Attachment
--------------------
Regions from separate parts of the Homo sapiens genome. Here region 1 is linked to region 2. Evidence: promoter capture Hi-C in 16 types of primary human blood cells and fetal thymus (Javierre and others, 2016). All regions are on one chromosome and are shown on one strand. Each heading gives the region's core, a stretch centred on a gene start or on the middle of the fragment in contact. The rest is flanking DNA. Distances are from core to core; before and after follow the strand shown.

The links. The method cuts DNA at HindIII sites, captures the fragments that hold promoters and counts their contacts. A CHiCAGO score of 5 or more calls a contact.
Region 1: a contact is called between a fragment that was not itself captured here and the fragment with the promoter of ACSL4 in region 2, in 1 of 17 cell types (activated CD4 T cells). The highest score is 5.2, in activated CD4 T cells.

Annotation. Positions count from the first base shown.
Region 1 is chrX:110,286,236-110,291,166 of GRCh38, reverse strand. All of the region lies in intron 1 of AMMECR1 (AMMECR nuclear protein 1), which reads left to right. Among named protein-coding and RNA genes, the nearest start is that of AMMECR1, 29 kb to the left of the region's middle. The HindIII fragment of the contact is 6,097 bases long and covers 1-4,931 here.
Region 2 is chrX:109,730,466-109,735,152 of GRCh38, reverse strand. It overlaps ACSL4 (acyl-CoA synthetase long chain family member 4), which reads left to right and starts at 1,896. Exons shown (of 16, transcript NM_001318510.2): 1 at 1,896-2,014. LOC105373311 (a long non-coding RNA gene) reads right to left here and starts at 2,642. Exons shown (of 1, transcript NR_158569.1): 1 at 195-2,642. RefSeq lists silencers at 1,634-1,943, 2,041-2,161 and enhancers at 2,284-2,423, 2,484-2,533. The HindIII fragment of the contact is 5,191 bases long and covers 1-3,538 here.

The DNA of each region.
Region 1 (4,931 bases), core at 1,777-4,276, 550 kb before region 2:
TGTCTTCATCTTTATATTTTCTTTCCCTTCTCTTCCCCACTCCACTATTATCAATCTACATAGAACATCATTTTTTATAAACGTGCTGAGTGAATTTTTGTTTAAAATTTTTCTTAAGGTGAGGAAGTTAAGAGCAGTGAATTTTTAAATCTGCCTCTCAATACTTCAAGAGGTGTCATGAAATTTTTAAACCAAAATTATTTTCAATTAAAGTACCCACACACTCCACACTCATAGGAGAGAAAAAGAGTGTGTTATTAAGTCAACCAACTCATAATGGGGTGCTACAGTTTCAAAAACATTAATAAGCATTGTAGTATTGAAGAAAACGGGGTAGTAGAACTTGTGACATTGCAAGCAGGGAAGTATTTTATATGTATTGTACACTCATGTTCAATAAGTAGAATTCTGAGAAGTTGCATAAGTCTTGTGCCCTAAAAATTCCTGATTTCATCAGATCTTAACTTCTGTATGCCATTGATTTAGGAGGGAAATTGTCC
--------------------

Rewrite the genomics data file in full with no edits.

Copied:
Regions from separate parts of the Homo sapiens genome. Here region 1 is linked to region 2. Evidence: promoter capture Hi-C in 16 types of primary human blood cells and fetal thymus (Javierre and others, 2016). All regions are on one chromosome and are shown on one strand. Each heading gives the region's core, a stretch centred on a gene start or on the middle of the fragment in contact. The rest is flanking DNA. Distances are from core to core; before and after follow the strand shown.

The links. The method cuts DNA at HindIII sites, captures the fragments that hold promoters and counts their contacts. A CHiCAGO score of 5 or more calls a contact.
Region 1: a contact is called between a fragment that was not itself captured here and the fragment with the promoter of ACSL4 in region 2, in 1 of 17 cell types (activated CD4 T cells). The highest score is 5.2, in activated CD4 T cells.

Annotation. Positions count from the first base shown.
Region 1 is chrX:110,286,236-110,291,166 of GRCh38, reverse strand. All of the region lies in intron 1 of AMMECR1 (AMMECR nuclear protein 1), which reads left to right. Among named protein-coding and RNA genes, the nearest start is that of AMMECR1, 29 kb to the left of the region's middle. The HindIII fragment of the contact is 6,097 bases long and covers 1-4,931 here.
Region 2 is chrX:109,730,466-109,735,152 of GRCh38, reverse strand. It overlaps ACSL4 (acyl-CoA synthetase long chain family member 4), which reads left to right and starts at 1,896. Exons shown (of 16, transcript NM_001318510.2): 1 at 1,896-2,014. LOC105373311 (a long non-coding RNA gene) reads right to left here and starts at 2,642. Exons shown (of 1, transcript NR_158569.1): 1 at 195-2,642. RefSeq lists silencers at 1,634-1,943, 2,041-2,161 and enhancers at 2,284-2,423, 2,484-2,533. The HindIII fragment of the contact is 5,191 bases long and covers 1-3,538 here.

The DNA of each region.
Region 1 (4,931 bases), core at 1,777-4,276, 550 kb before region 2:
TGTCTTCATCTTTATATTTTCTTTCCCTTCTCTTCCCCACTCCACTATTATCAATCTACATAGAACATCATTTTTTATAAACGTGCTGAGTGAATTTTTGTTTAAAATTTTTCTTAAGGTGAGGAAGTTAAGAGCAGTGAATTTTTAAATCTGCCTCTCAATACTTCAAGAGGTGTCATGAAATTTTTAAACCAAAATTATTTTCAATTAAAGTACCCACACACTCCACACTCATAGGAGAGAAAAAGAGTGTGTTATTAAGTCAACCAACTCATAATGGGGTGCTACAGTTTCAAAAACATTAATAAGCATTGTAGTATTGAAGAAAACGGGGTAGTAGAACTTGTGACATTGCAAGCAGGGAAGTATTTTATATGTATTGTACACTCATGTTCAATAAGTAGAATTCTGAGAAGTTGCATAAGTCTTGTGCCCTAAAAATTCCTGATTTCATCAGATCTTAACTTCTGTATGCCATTGATTTAGGAGGGAAATTGTCC